Filmed in Los Angeles by Zev Braun Pictures in association with TriStar Television. Executive producer, Zev Braun; co-executive producer, Karen Lamm; producer, Vahan Moosekian; co-producer, Philip Krupp; associate producer, Steve Kent; director, Larry Elikann; writer, Philip Rosenberg; CBS’ “Menendez: A Killing in Beverly Hills” is the latest in a growing genre of TV movies based on TV trials, and the second based on the Menendez murder case, the first a two-hour movie on Fox last month. Cameras in the courtroom have only whetted viewer appetite for the gory details, so it’s not surprising CBS would turn this one into a four-hour miniseries. But while smoothly produced and expertly acted, these four hours are two too long.
The mini’s first half is a powerful portrait of a family about to explode. Lyle (Damian Chapa) and Eric (Travis Fine), the Menendez brothers accused of murdering their rich parents in 1989, are compellingly shown as children under siege. The movie portrays their father (Edward James Olmos) as a dictator whose verbal abuse is constant and vicious, and their mother (Beverly D’Angelo) as an alcoholic who remains miserably and helplessly on the sidelines.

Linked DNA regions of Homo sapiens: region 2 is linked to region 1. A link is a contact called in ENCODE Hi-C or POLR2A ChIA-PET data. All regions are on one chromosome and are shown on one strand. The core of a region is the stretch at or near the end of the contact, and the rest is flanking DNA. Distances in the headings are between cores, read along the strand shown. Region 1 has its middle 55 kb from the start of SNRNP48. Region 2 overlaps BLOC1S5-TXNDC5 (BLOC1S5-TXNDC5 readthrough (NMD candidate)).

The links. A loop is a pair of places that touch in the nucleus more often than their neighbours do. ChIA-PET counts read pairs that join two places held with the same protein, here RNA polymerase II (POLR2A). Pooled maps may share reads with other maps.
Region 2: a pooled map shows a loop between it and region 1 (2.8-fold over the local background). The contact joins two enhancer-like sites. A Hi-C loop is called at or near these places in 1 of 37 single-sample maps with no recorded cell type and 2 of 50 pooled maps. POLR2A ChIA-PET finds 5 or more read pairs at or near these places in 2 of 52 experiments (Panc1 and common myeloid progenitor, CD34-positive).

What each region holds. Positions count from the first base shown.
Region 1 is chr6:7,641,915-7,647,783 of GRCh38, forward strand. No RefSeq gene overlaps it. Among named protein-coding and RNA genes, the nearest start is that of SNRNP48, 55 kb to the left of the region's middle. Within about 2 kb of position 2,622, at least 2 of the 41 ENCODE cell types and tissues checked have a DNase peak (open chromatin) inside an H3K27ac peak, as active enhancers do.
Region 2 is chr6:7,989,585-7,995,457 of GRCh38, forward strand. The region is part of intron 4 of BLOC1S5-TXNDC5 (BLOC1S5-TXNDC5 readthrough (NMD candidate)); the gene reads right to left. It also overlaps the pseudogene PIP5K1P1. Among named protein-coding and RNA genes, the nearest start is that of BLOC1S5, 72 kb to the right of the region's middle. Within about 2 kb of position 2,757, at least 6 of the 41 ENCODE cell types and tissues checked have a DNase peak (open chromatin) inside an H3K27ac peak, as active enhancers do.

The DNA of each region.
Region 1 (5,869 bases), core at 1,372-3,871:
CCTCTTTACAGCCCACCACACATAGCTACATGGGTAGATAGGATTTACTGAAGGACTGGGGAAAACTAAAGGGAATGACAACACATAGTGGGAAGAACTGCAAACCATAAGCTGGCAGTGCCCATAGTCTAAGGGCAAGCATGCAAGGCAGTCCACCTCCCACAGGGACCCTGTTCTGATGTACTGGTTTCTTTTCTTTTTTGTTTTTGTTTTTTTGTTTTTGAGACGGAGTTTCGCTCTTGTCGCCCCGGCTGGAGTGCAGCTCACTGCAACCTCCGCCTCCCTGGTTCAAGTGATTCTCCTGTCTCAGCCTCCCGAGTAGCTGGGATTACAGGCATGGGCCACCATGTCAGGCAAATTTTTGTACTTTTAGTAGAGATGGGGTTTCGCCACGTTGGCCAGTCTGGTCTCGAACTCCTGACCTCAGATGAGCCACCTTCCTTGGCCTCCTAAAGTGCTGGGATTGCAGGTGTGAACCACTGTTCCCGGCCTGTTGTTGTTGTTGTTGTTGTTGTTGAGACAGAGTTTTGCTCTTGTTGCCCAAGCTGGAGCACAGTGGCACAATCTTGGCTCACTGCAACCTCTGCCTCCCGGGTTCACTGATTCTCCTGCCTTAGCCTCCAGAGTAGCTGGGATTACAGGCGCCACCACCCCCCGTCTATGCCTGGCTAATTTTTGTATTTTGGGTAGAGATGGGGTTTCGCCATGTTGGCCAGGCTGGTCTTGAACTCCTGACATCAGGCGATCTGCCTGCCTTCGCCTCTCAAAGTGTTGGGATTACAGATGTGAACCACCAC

Chapa and Fine are fantastic. Chapa makes Lyle hard as nails — an overachiever with so much pent-up rage that he seems capable of anything. Fine makes Eric more complex, and he slips seamlessly in and out of the younger brother’s multilayered neuroses.
For those who believe the brothers were emotionally abused, Olmos’ performance will not change their minds. His relentless portrayal sucks away any sympathy one might have had for Jose Menendez. D’Angelo, with the least to do, seems genuinely incapable of action.
Pic’s second half basically re-enacts the events surrounding the trial and the trial itself — facts already known in detail to most viewers. That means the drama needs to be invented, but having women pop out of bedrooms in fancy lingerie, which happens often, doesn’t do it.
The script by Philip Rosenberg is straightforward — sometimes to the point of cliche — and covers a lot of ground clearly. Direction by Larry Elikann keeps things boiling and, combined with the contrasting cool, moody camera work of Eric Van Haren Noman, effectively evokes the bizarreness of the case.